Kayaking at Prineville Reservoir: LAPC

We went kayaking in early May at Prineville Reservoir after an unexpected change of plans. The high elevation lake we had planned to visit was not yet open.

The 15-mile long Prineville Reservoir covers 3,030 acres. It’s located south of Prineville, near the geographic center of Oregon.

I had never kayaked here before and wasn’t sure what to expect. The geology surrounding the lake was a pleasant surprise.

This formation was smooth and vegetated on one side and bursting with colorful rocks on the other.

These layers of color looked like a slice of spumoni ice cream.

Layered rock formations

When I paddled a little closer, the layers rippled with texture.

Layered rock formations

I paddled on to a formation that, from a distance, reminded me of Smith Rock.

North side of Prineville Reservoir

When I got closer, it looked sort of like a slumbering stegosaurus.

North side of Prineville Reservoir

I paddled south across the reservoir, towards more luscious layers of rock. A bald eagle drifted back and forth over the ridgetop.

Many layered rock

I rounded a point of land and paddled toward a dark landform on the mountain ahead.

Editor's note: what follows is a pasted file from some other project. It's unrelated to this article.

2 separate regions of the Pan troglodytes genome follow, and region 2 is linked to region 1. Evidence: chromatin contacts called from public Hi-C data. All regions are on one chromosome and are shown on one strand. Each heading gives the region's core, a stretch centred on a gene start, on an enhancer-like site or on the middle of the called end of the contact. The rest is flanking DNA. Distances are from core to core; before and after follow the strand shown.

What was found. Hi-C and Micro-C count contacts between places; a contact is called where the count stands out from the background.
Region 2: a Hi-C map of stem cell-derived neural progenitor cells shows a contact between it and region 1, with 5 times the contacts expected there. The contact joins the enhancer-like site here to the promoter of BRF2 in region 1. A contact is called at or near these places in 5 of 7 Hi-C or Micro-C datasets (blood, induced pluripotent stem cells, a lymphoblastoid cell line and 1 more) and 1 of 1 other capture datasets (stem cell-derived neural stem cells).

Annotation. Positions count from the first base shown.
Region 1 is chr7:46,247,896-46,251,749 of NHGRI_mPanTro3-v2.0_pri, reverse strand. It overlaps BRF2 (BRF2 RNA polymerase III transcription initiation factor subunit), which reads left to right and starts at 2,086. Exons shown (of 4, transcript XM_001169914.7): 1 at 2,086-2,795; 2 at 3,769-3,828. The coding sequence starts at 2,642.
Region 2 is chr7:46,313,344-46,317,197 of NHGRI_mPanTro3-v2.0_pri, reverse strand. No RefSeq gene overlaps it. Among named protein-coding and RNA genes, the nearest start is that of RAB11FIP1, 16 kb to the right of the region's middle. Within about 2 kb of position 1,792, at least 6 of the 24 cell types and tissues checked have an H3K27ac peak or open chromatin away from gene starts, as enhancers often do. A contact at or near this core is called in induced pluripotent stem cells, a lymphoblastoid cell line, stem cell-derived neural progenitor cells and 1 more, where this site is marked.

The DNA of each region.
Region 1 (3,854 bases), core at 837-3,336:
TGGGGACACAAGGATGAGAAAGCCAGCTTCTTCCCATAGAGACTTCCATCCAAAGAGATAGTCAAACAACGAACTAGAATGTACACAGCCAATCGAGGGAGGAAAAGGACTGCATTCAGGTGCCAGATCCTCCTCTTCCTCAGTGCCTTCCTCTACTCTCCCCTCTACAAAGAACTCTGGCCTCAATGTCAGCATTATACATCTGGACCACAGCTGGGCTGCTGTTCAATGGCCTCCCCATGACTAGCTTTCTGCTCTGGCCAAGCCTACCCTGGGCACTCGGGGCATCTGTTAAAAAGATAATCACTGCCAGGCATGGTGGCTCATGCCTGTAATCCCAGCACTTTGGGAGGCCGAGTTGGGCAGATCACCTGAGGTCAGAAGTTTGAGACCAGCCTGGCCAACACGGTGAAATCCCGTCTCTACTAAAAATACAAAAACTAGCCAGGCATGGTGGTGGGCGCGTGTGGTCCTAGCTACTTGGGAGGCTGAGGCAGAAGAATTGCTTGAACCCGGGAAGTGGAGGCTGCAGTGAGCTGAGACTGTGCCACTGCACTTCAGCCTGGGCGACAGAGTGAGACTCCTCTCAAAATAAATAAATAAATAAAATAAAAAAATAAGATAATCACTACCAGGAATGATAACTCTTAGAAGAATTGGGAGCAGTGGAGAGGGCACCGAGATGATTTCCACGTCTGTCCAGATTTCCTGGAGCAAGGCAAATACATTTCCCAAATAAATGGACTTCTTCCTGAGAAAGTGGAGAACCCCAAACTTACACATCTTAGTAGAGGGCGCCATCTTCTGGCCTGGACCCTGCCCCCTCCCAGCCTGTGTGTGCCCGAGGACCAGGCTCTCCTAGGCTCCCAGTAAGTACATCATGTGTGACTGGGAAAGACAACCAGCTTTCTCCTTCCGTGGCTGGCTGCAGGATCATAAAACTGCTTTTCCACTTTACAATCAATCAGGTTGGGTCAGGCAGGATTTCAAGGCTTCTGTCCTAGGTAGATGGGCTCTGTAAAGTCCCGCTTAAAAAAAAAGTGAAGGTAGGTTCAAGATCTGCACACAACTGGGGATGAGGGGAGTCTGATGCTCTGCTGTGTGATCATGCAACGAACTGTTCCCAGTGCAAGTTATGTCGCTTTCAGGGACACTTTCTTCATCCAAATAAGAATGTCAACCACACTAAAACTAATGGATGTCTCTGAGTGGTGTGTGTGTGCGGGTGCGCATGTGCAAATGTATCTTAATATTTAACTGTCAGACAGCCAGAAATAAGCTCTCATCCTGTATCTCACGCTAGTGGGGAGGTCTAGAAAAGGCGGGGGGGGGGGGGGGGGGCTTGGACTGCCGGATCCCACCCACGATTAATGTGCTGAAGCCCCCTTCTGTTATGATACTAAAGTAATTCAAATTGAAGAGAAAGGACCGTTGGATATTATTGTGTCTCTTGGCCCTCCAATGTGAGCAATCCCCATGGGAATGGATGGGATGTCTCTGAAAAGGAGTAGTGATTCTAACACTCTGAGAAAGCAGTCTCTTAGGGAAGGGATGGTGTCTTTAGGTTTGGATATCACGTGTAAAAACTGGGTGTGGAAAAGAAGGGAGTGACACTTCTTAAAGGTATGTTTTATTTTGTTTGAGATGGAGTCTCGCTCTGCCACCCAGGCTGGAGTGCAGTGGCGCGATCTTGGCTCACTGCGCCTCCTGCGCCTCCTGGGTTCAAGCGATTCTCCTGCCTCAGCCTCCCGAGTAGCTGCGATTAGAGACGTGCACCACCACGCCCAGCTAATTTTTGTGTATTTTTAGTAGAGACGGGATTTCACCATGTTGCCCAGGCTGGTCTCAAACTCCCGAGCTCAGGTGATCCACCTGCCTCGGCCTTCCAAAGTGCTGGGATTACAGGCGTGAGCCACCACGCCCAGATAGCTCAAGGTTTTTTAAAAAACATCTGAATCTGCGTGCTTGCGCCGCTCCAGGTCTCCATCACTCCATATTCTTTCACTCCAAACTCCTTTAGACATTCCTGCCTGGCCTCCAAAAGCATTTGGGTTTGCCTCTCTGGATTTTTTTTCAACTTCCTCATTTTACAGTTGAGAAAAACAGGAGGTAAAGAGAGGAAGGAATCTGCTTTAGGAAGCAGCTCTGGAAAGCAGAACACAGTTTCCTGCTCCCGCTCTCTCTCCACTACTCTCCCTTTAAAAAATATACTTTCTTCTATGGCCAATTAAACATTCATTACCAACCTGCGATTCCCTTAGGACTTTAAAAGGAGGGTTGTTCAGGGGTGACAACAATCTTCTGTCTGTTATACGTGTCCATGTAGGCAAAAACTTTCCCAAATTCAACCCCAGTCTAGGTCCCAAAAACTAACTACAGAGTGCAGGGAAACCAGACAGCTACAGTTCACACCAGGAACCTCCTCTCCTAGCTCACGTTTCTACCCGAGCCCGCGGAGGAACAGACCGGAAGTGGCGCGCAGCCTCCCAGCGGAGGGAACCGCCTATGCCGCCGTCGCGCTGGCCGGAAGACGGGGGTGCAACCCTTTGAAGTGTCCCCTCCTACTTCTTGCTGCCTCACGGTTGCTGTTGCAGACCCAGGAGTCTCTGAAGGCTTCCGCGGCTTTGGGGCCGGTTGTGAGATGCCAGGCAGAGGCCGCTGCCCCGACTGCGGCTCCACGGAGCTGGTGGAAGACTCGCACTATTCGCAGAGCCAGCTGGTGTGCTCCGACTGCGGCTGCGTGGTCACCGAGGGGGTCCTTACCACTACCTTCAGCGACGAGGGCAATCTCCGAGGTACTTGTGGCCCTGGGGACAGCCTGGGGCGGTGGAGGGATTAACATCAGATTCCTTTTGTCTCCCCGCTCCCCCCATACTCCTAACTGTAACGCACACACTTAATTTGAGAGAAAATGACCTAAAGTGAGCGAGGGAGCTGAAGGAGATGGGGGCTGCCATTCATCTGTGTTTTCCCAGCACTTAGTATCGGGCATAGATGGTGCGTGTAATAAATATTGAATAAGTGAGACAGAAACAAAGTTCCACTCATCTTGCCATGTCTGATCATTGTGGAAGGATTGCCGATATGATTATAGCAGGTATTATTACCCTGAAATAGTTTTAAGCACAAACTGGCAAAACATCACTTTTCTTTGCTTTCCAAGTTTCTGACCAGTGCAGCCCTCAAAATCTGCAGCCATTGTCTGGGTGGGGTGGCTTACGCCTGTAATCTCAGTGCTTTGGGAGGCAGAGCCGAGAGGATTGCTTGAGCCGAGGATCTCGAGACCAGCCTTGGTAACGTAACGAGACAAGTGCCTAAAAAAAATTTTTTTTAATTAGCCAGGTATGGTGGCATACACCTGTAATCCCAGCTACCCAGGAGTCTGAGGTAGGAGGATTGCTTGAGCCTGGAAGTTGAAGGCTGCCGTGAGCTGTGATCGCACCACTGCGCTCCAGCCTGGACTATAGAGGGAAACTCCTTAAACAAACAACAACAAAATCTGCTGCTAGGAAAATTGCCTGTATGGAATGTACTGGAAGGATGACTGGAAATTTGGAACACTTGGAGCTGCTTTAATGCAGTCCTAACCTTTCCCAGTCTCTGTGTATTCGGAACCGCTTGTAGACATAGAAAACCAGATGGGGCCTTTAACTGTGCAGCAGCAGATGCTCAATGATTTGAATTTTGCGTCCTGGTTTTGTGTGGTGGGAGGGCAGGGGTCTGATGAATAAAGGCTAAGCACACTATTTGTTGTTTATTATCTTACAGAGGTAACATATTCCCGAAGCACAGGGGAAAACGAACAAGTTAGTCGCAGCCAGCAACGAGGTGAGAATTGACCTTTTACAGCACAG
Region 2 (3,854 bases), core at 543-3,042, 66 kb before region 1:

South side of reservoir

Dark, convoluted cliffs emerged from the smooth slopes.

Kayaking at Prineville Reservoir

After that, I paddled west, back towards the boat ramp. I was treated to a close up view of another layered formation. This one reminded me of a lemon and peach parfait.

Layers of rock

I enjoyed kayaking at Prineville Reservoir and plan to return to explore more of this large reservoir.

We launched from the County Boat Ramp, an unimproved ramp on the north side of the reservoir. You can also launch from Jasper Point, Prineville Reservoir State Park, Powderhouse Cove, Roberts Bay East, or Prineville Reservoir Resort (the only privately-owned site).

Boat ramps on Prineville Reservoir.
Oregon Department of Fish & Wildlife.

Fishing and Camping at Prineville Reservoir

During the peak season, motorboats are common on the reservoir. In early May, we only saw a few other boats. People enjoy fishing at Prineville Reservoir for smallmouth and largemouth bass, crappie, bullhead catfish, and rainbow trout.

In low water years, the boat ramps may not reach the water level in the reservoir. Check this site that shows current water levels at a few of the ramps. Some close down when water levels are too low.

We packed food in with us and had lunch at nearby Prineville Reservoir State Park. This looks like a nice place to camp. It has RV and tent sites, as well as five cabins to rent. There’s a boat ramp and 32 boat moorages available in the summer months.

Lens-Artists Photo Challenge – On the Water

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